The USDA's Farmers Market Promotion Program is focusing its funding to increase the availability of farm products in food deserts.
Approximately $10 million in funding for the USDA’s Farmers Market Promotion Program will be used to help increase availability of local farm products in communities throughout the U.S.
“These grants will put resources into rural and urban economies to create and support direct-marketing opportunities for farmers,” says Deputy Agriculture Secretary Kathleen Merrigan. “Consumer and farmer enthusiasm for direct marketing has never been greater. This year, we will place emphasis on food deserts because America’s low-income and underserved communities need greater access to healthy, fresh food.”
In fiscal year 2011, USDA’s Agricultural Marketing Service will competitively award grants to agricultural projects that develop producer-to-consumer market outlets, including but not limited to farmers’ markets, community-supported agriculture and roadside stands. Priority status will be granted to those projects that expand healthy food choices in food deserts, areas with limited access to affordable and nutritious foods in urban, rural and tribal neighborhoods. AMS will continue to target 10 percent of grant funding toward new electronic benefits-transfer projects at farmers’ markets.
The USDA, in coordination with the Departments of the Treasury and Health and Human Services, says it seeks to eliminate food deserts in the U.S. by increasing access to fresh, healthy and affordable food choices for all Americans, while expanding market opportunities for farmers and ranchers. Through a suite of funding options, the federal partners are targeting food deserts. Earlier this year, USDA’s Economic Research Service released a Food Desert Locator tool online to pinpoint the location of food deserts across the country and provide data on population characteristics of census tracts where residents have limited access to affordable and nutritious foods.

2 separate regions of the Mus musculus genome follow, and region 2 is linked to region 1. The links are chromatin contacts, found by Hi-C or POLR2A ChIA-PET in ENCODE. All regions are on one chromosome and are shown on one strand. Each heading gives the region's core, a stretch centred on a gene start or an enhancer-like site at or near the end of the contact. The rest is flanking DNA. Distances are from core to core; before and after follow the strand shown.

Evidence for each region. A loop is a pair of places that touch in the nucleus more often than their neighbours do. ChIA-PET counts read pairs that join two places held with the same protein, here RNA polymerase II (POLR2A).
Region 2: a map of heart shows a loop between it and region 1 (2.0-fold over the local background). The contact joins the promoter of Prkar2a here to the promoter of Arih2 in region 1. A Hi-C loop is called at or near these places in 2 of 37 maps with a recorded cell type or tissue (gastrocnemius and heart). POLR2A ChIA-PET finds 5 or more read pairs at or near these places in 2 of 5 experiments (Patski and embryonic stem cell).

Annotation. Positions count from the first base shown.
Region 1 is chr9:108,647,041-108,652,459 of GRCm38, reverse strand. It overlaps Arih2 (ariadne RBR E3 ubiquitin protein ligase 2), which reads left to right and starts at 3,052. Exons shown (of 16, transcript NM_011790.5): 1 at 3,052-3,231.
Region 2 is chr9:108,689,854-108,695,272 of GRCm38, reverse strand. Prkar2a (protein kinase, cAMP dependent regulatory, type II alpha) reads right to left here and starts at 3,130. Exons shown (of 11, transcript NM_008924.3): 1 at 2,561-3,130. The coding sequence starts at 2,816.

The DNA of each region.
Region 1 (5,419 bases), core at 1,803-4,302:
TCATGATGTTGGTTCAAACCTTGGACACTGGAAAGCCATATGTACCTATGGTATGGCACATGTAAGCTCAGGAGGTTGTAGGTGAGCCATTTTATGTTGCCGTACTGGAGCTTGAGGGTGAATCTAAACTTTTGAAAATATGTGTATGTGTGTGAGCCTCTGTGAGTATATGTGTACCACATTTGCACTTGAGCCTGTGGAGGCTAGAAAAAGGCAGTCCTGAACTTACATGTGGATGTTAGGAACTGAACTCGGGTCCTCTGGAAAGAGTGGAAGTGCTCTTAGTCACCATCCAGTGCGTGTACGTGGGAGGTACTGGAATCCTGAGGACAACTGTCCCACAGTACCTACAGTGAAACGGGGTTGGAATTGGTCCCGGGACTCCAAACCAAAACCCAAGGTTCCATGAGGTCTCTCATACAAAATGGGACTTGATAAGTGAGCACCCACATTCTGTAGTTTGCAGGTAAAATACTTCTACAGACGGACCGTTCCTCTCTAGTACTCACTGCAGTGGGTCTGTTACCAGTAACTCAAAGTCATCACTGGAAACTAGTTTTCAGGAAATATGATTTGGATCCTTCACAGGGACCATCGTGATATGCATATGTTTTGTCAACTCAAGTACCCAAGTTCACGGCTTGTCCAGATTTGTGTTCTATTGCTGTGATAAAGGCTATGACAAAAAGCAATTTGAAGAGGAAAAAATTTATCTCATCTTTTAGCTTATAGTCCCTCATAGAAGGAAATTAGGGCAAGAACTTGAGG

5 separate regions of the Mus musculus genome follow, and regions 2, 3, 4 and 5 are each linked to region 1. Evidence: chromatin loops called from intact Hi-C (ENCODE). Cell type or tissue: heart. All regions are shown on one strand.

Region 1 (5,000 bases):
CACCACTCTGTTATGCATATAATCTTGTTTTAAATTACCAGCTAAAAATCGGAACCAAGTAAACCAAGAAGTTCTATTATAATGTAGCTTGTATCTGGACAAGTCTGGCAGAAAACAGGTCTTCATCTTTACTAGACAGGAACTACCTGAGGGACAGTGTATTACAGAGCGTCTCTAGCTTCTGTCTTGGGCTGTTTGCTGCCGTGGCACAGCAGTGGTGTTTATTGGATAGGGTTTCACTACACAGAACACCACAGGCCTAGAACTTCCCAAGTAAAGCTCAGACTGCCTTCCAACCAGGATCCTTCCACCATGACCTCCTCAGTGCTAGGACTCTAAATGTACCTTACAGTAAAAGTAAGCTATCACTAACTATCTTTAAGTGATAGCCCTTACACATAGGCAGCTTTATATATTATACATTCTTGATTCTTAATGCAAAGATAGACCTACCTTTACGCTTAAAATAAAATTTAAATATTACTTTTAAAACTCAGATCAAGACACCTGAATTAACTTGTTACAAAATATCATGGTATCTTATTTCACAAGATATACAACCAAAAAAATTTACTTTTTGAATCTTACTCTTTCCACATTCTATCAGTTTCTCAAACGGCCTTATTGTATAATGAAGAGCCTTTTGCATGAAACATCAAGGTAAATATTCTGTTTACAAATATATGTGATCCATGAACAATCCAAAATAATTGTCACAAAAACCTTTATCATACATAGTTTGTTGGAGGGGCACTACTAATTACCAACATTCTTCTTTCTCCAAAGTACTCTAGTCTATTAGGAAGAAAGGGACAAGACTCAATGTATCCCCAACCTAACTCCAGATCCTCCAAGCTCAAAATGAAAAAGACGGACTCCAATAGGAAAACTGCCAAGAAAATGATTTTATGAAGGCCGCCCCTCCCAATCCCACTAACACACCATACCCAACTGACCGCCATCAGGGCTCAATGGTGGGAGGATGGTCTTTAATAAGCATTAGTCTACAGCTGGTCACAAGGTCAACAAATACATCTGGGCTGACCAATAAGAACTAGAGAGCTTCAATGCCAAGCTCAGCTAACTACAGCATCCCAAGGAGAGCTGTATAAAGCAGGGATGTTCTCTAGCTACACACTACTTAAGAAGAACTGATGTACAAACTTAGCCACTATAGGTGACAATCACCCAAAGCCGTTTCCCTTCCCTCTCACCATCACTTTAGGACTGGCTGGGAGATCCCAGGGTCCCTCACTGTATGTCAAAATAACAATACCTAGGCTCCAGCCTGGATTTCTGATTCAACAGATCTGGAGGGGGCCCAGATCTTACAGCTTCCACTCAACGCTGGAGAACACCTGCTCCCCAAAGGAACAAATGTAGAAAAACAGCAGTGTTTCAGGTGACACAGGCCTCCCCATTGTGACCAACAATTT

Because of changes to the Farmers Market Promotion Program in fiscal year 2011, applicants should visit the FMPP website for full details about food deserts and assistance in applying. The “FMPP Pre-Application Guide” also helps applicants assess their readiness for implementing a federally-funded grant project, and the “How to Apply for an FMPP Grant” tutorial will guide them through completion of the application.
Authorized by the Farmer-to-Consumer Direct Marketing Act of 1976 and amended by the Food, Conservation, and Energy Act of 2008 (the Farm Bill), FMPP is in its sixth year of funding direct markets that benefit local and regional economies.
Since 1994, the number of farmers’ markets listed in the USDA National Farmers Market Directory has skyrocketed from 1,755 to 6,132. The directory captures information about where and when farmers’ markets operate, if they participate in federal nutrition-benefit programs, and detailed information about their seasonality and location.
Complete FMPP applications must be received—not postmarked—by AMS no later than close of business on July 1, 2011. Applications received after the deadline and incomplete applications will not be considered.
For more information, contact in writing: Carmen Humphrey, program manager, Farmers Market Promotion Program, AMS, 1400 Independence Ave., SW, Room 4509—South Building, Washington, D.C. 20250; call 202-720-8317; or fax 202-690-0031.